Memoirs of nurse training in the 1970'
Blurb: “Hurry up Nurse is a nurse memoir that follows the ups and downs of a trainee nurse in the 1970's. Written with humour and candour, it follows the experiences of the author as she and her friends come to terms with the non-stop hustle and bustle of hospital life. This book treats the reader to a peep behind the scenes as we enter the hospital wards. The author shares the discipline, laughter and inevitable sadness as she learns to cope with the strains of shift work.
'The Sister called to me.
'Nurse Brookes, set up a trolley for a lumbar puncture.'
'I have never set up a trolley for a lumbar puncture Sister.'
'WELL LEARN!' She shouted and stormed of up the ward.”
As well as an insight into nurse training, hurry up nurse provides a glimpse into the social history of life in the 1970's and early 1980's. This heart warming book will make you laugh and make you cry. This book is a MUST read for anyone who loves nursing memoirs.”
Although this is a memoir, it is written in a conversational style that made it easy to read. I found the writing style of the author relaxing and to this the humor at times surely helped. We are presented with the life of a nurse in the 1970’s. I applaud the author’s honestly saying that she didn't feel the call when she first enrolled in the training for becoming a nurse but she surely find it later. I also applaud her integrity that she seemed to have kept over the years. It takes hard work, tough nerves, good physical condition, a great empathy and much more to make a great nurse. Surely doctors have their big role in curing a person and saving their lives, but nurses’ role should not go ignored. I would compare it with the neck and the head expression. During my high school years, I had a wish to continue my studies either as a nurse or further on as a doctor but life circumstances played their role. Maybe this was an additional reason why I have enjoyed reading this memoir, as I was offered to a detailed insight of how my life may have been, should I have chosen that path and I can say that I wouldn't have regretted. Interesting read that will most probably make me go for the sequel too.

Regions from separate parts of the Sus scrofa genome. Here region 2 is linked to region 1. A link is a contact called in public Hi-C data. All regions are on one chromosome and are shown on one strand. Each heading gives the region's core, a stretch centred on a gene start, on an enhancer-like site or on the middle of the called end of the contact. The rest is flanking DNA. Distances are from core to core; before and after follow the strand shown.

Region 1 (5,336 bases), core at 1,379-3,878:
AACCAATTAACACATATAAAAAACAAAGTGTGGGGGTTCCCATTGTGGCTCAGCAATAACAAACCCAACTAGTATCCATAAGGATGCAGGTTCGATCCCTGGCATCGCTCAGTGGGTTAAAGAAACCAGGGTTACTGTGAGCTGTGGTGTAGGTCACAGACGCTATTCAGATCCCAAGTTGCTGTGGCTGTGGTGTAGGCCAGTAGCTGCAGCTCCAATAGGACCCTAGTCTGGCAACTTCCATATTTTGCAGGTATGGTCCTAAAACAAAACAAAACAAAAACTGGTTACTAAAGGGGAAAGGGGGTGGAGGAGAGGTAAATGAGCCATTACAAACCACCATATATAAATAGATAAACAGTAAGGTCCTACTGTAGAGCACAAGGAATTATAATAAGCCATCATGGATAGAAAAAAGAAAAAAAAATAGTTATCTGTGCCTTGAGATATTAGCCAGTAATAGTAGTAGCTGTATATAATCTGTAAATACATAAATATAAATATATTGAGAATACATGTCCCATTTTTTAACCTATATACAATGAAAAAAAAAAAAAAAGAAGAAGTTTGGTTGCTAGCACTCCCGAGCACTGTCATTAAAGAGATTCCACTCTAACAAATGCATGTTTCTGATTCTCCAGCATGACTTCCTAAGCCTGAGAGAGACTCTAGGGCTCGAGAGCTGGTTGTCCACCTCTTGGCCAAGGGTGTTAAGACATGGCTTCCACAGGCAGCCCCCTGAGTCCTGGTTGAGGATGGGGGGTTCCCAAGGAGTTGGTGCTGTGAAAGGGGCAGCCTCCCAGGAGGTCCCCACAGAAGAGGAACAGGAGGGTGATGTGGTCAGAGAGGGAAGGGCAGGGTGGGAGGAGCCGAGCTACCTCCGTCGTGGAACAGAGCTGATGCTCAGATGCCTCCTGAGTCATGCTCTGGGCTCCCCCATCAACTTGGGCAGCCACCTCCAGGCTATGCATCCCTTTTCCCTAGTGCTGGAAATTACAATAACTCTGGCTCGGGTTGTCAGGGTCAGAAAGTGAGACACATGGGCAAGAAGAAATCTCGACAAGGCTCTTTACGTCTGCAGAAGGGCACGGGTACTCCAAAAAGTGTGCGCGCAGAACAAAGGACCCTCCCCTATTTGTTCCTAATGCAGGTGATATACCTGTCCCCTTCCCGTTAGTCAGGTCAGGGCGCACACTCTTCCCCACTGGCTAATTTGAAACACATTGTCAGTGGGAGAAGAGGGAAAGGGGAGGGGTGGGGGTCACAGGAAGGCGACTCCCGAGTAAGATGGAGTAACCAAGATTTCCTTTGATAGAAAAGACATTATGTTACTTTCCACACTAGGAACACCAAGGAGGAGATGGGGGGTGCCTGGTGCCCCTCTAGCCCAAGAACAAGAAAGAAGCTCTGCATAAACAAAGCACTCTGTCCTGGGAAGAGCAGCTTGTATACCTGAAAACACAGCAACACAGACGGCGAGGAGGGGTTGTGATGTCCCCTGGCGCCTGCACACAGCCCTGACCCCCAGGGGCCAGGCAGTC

Type of reader: Fans of memoirs but also for those wishing to have an insight into the life of a nurse and what was like to work in a hospital in the 1970s.
Quotes from this book:
“I want to know why you were shouting at me.’ ‘Oh.’ Finally the penny dropped. It had been the first time she had ever used a telephone, and as she was fourteen miles away, she had thought she needed to make up the distance and had shouted at the top of her voice to Matron, who had been almost deafened on the other end of the phone. We were in stitches at this story, imagining the scene and imagining poor Matron with the phone in her hand. She explained this to Matron who saw the funny side of it, reprimanded her and let her go; I expect she chuckled afterwards.”
“‘Thanks,’ she said as she drifted off, and that was a reminder of what the job was all about; helping people at their most vulnerable times when all the guards are down. What a privilege and an honour it was to be a nurse, I thought, and somehow I was re-invigorated.”
My rating: 4/5.
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In order to be a good writer, one has to read a lot. And I do and I love it....and I chose to share my readings with you. Feel free to share with me any of the books you have read or wrote, if I find them interesting I will add them to my list. I'll post my reviews on Goodreads, Amazon and all my social accounts.